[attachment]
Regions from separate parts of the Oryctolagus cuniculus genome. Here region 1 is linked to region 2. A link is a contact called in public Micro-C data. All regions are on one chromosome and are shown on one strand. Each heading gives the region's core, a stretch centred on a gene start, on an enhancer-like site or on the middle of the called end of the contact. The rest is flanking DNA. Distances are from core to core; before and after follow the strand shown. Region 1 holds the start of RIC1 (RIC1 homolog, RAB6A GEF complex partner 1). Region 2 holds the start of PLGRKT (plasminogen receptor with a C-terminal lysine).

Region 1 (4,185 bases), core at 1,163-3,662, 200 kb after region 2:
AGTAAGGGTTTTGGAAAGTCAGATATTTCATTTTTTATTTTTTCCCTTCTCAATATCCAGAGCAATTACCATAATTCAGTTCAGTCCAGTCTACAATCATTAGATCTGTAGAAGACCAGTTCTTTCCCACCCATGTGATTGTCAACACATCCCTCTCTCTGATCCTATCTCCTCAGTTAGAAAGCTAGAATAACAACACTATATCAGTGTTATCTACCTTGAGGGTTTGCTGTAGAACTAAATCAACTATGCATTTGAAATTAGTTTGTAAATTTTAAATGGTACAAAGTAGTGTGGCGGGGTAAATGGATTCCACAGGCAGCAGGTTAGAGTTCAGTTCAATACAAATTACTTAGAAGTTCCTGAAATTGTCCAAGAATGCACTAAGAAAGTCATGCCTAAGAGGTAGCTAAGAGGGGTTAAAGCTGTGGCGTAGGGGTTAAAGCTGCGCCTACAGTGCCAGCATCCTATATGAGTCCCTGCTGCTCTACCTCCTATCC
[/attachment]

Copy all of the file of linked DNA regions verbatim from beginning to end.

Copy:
Regions from separate parts of the Oryctolagus cuniculus genome. Here region 1 is linked to region 2. A link is a contact called in public Micro-C data. All regions are on one chromosome and are shown on one strand. Each heading gives the region's core, a stretch centred on a gene start, on an enhancer-like site or on the middle of the called end of the contact. The rest is flanking DNA. Distances are from core to core; before and after follow the strand shown. Region 1 holds the start of RIC1 (RIC1 homolog, RAB6A GEF complex partner 1). Region 2 holds the start of PLGRKT (plasminogen receptor with a C-terminal lysine).

Region 1 (4,185 bases), core at 1,163-3,662, 200 kb after region 2:
AGTAAGGGTTTTGGAAAGTCAGATATTTCATTTTTTATTTTTTCCCTTCTCAATATCCAGAGCAATTACCATAATTCAGTTCAGTCCAGTCTACAATCATTAGATCTGTAGAAGACCAGTTCTTTCCCACCCATGTGATTGTCAACACATCCCTCTCTCTGATCCTATCTCCTCAGTTAGAAAGCTAGAATAACAACACTATATCAGTGTTATCTACCTTGAGGGTTTGCTGTAGAACTAAATCAACTATGCATTTGAAATTAGTTTGTAAATTTTAAATGGTACAAAGTAGTGTGGCGGGGTAAATGGATTCCACAGGCAGCAGGTTAGAGTTCAGTTCAATACAAATTACTTAGAAGTTCCTGAAATTGTCCAAGAATGCACTAAGAAAGTCATGCCTAAGAGGTAGCTAAGAGGGGTTAAAGCTGTGGCGTAGGGGTTAAAGCTGCGCCTACAGTGCCAGCATCCTATATGAGTCCCTGCTGCTCTACCTCCTATCC